This article is an adaption of How to Get Over a Verbally Abusive Relationship, by Stacy Mosel, MSW, that was published online by PsychCentral.com on March 22, 2014.
If you are your parent’s caregiver and live in your parent’s house, move out NOW, even if there’s no one else to care for them. If your parent lives in your house, tell them to move out. If they don’t, or don’t have anyone else to care for them, call your city’s or county’s Abuse Hotline (in some areas, it’s called Adult Protective Services) and ask for help.
When the dust settles, you’ll feel a wide variety of conflicting and unresolved emotions. That’s normal. The recovery process takes time, support from others, patience and paying close attention to your own needs. The good news is that you will get through it and emerge as a stronger, happier and healthier person. Think of yourself as a beautiful butterfly, slowly emerging from its transformative cocoon.
Cut All Ties with Your Parent
People who end abusive relationships often feel the need to contact their “former” abusers. On some level, you know that you shouldn’t have any contact, yet you might feel compelled to show your parent that you’re better off — or you may feel the need to offer forgiveness. Yet it’s vital to cut off all contact. Don’t open the door to your emotions — not even a crack.
It’s very hard to have closure until you’ve severed all ties with your parent. Delete phone numbers so that you won’t feel the urge to make a phone call or send a text in the heat of an emotional moment. Unfriend your parent on social media sites. Don’t read or answer their emails. If you don’t already have one, buy a phone with caller ID; don’t answer it if your parent calls, and delete their voice message without listening to it. Distract yourself whenever you feel the need to contact them. Go for a walk, exercise, watch TV, call a friend or get out of the house until the feeling passes.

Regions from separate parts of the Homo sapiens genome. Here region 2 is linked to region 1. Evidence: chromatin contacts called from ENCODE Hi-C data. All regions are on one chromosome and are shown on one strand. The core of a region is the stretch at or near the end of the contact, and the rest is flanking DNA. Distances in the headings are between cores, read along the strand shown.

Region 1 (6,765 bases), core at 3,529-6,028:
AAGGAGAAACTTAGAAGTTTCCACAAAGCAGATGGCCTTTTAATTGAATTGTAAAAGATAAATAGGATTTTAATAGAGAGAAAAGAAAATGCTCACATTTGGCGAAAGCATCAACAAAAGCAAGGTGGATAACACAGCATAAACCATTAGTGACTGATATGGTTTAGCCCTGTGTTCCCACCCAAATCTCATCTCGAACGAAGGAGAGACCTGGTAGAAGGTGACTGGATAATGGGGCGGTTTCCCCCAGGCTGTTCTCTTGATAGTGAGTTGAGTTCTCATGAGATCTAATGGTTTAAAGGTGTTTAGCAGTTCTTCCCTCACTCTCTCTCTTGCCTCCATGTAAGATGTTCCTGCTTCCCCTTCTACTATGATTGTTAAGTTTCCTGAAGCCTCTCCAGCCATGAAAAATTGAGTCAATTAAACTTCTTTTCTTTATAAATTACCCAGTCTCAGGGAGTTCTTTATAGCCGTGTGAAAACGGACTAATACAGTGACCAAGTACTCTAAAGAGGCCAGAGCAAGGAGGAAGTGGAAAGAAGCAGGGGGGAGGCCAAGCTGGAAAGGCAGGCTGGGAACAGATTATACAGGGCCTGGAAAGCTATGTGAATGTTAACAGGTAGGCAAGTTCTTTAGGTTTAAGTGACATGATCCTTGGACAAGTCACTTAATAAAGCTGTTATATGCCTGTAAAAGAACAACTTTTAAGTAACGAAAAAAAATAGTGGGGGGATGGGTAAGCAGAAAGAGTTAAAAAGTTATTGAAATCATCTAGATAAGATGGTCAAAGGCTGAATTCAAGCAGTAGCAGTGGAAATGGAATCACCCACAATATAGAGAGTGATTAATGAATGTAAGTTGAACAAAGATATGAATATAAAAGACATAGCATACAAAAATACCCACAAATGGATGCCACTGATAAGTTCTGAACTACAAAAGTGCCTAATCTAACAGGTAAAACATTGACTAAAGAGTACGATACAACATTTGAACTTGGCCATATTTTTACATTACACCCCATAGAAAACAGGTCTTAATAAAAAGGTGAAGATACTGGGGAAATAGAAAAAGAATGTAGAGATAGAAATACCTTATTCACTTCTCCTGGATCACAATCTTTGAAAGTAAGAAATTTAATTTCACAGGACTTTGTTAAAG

Process Your Emotions
Healing from an abusive relationship is an emotionally challenging process. When you first leave a verbally abusive relationship, you might feel utterly alone and as though you have no one to turn to. You may feel a decreased sense of self-esteem and self-worth, depression, anger, frustration or isolation — and you might even miss your parent. But, that’s the parent you wish you had, not the one who made your life so miserable.
Although you may experience a host of painful, upsetting emotions, don’t suppress them. According to domestic violence expert Patricia Evans in her book, The Verbally Abusive Relationship, Expanded Third Edition: How to recognize it and how to respond [affiliate link], recovery from verbal abuse offers you the chance to accept and recognize your emotions as valid. Write in a journal, cry, scream, beat the couch with a pillow, join a kick-boxing class or find another activity that will allow you to physically and mentally process your feelings.
Find Social Support
Verbally abusive parents often socially isolate their children. You may have been cut off from your friends, family and other forms of previous social support. Even though you’ve taken the steps toward a better life on your own, it’s a lot easier to move on when you’ve surrounded yourself with an encouraging and loving support network. And an understanding friend can keep you on track when you feel like contacting your parent.
Reconnect with loved ones and seek opportunities to meet new people by reaching out and developing your personal interests. Take a cooking course, join a group fitness class, knock on your neighbor’s door and say hi. Join a domestic violence survivors group to connect with and obtain support from people who’ve been in your shoes.
Individual counseling can be a very beneficial source of support throughout the recovery process. Trained counselors who specialize in abusive relationships can lay out a framework of recovery and help you identify the skills and strengths you already have to begin moving forward in your new life.
Ignore the pleas and protestations of your siblings and other relatives. Don’t fall into their guilt traps. If necessary, suspend those who “just don’t get it.” You are your own person. You have a right to own your own feelings, not to be embarrassed by them. Stand up straight. Take pride in yourself and your decision. Stay strong, despite the naysayers.